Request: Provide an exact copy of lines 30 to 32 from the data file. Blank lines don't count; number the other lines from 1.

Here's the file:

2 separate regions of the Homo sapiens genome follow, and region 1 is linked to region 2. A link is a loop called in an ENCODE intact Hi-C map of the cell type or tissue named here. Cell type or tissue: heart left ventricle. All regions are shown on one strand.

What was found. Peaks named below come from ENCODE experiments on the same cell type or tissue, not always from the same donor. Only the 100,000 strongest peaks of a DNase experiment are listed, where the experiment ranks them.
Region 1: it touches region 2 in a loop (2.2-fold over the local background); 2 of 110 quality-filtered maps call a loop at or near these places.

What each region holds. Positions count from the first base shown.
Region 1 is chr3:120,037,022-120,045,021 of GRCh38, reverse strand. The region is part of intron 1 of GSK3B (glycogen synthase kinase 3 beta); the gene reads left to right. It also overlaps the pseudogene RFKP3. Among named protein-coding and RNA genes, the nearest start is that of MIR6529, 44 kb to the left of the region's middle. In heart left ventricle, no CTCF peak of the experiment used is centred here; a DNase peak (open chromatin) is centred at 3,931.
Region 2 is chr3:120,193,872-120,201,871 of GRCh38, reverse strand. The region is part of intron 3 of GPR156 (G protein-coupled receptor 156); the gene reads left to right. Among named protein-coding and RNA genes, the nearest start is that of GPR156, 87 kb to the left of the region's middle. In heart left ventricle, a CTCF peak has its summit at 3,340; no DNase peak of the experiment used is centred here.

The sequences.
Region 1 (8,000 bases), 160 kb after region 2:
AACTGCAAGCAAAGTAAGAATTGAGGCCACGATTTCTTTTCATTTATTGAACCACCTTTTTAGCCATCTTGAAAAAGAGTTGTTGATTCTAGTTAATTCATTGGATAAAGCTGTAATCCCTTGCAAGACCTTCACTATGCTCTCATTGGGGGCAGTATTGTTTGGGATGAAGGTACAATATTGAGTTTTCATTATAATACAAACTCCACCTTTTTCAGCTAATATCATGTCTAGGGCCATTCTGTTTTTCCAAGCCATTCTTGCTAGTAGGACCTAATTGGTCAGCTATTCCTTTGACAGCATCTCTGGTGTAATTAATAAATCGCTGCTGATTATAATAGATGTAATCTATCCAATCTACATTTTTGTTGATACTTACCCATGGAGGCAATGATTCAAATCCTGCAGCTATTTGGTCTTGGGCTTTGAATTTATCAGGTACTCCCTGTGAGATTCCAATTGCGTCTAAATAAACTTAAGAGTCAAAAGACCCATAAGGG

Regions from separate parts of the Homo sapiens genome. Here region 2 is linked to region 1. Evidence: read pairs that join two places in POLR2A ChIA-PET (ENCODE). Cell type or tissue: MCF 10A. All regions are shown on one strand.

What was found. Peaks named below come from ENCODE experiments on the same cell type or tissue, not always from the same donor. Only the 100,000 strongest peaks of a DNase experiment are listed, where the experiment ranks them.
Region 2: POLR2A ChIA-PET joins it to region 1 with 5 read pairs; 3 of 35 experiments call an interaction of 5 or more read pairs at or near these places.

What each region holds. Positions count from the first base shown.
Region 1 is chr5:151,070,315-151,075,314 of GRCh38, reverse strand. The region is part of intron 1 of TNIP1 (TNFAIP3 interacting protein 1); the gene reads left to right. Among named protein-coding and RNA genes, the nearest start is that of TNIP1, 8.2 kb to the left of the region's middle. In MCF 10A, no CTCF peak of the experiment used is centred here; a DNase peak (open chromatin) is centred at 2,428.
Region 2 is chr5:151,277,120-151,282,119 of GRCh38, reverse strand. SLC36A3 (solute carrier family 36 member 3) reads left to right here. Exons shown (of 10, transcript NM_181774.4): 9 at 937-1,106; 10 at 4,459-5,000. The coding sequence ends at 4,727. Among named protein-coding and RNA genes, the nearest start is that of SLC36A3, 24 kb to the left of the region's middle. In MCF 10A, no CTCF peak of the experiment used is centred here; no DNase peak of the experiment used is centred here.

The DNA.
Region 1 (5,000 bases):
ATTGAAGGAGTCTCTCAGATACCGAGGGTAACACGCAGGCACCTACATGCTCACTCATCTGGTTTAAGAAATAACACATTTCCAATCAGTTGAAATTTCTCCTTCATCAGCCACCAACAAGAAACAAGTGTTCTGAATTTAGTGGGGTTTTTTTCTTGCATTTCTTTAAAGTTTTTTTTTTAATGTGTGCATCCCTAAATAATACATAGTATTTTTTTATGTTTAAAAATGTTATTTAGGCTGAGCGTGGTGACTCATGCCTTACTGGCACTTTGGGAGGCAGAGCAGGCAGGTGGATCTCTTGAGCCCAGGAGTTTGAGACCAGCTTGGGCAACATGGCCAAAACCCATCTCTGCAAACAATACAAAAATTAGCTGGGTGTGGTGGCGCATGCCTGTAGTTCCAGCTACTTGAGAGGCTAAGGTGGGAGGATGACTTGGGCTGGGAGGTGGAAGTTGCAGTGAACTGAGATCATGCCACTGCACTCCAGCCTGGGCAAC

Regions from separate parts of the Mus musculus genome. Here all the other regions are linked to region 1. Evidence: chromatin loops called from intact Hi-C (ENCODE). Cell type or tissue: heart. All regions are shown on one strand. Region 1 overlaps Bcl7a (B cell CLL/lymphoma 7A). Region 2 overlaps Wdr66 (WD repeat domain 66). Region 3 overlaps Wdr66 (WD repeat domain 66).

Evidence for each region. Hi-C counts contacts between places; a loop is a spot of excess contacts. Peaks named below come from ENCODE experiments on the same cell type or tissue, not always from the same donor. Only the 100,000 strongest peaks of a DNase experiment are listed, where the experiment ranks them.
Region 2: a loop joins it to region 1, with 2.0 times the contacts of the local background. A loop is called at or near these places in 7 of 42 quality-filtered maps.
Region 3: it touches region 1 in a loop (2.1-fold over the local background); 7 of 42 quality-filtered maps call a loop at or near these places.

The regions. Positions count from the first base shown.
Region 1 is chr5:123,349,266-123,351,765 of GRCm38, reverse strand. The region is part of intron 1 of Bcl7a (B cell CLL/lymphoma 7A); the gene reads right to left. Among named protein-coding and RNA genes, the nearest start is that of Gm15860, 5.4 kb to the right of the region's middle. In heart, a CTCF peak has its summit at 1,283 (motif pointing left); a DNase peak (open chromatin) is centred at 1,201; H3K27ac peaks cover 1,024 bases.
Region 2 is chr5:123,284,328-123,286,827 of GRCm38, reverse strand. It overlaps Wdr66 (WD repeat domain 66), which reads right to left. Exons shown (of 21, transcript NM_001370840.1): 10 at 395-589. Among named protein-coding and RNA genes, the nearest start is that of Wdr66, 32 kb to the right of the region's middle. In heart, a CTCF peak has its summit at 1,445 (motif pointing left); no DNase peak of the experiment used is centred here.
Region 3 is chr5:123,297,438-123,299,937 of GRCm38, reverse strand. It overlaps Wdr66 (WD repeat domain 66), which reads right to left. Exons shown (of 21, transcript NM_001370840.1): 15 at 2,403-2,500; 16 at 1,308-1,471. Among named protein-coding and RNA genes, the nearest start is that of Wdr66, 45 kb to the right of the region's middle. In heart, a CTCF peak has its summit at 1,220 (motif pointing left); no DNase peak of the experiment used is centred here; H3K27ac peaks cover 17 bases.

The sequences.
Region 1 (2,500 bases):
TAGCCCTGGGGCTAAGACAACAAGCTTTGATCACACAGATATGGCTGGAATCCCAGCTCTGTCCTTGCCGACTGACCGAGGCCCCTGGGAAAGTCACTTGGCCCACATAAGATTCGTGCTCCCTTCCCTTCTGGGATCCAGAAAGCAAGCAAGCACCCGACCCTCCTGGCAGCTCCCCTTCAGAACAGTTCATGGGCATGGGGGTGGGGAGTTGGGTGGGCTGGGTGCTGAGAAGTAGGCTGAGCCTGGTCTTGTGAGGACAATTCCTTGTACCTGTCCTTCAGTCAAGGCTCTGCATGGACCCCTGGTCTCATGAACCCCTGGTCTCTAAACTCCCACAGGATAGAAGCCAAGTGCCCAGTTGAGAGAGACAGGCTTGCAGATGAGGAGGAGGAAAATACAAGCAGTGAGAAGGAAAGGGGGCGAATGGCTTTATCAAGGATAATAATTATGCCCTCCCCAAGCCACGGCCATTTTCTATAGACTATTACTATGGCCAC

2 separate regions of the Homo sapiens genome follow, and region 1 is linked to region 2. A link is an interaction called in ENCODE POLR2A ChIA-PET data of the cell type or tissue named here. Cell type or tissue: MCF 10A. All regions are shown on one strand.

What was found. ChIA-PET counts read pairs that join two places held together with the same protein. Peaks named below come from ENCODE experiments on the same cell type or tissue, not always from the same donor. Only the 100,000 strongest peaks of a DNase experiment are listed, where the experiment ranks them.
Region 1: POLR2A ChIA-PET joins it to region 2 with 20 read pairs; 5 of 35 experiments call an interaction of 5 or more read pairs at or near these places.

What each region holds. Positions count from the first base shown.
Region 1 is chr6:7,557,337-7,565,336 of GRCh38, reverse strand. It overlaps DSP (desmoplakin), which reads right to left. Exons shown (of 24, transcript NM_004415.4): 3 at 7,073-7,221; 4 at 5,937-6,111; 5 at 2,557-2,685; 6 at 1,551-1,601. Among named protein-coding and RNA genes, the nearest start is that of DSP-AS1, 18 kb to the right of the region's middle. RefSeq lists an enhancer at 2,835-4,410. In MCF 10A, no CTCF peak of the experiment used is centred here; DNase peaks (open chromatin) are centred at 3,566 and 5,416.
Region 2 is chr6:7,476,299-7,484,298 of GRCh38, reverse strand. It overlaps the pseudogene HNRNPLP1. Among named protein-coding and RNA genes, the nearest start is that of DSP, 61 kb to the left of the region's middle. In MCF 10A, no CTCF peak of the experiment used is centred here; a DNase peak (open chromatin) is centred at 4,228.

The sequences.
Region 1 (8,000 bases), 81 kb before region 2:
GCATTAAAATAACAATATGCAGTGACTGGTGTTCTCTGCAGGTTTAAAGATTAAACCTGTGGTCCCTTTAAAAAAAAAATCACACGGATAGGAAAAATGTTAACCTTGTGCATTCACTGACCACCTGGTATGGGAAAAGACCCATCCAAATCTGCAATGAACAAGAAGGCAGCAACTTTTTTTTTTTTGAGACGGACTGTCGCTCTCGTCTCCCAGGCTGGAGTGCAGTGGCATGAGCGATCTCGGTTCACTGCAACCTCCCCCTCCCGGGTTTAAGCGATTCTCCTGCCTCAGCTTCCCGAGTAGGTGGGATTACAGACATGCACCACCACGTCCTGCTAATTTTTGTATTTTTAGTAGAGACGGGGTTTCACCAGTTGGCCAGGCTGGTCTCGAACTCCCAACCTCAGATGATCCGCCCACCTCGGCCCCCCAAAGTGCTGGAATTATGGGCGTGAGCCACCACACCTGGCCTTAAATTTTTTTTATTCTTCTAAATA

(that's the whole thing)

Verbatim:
2 separate regions of the Homo sapiens genome follow, and region 1 is linked to region 2. A link is an interaction called in ENCODE POLR2A ChIA-PET data of the cell type or tissue named here. Cell type or tissue: MCF 10A. All regions are shown on one strand.

What was found. ChIA-PET counts read pairs that join two places held together with the same protein. Peaks named below come from ENCODE experiments on the same cell type or tissue, not always from the same donor. Only the 100,000 strongest peaks of a DNase experiment are listed, where the experiment ranks them.
Region 1: POLR2A ChIA-PET joins it to region 2 with 20 read pairs; 5 of 35 experiments call an interaction of 5 or more read pairs at or near these places.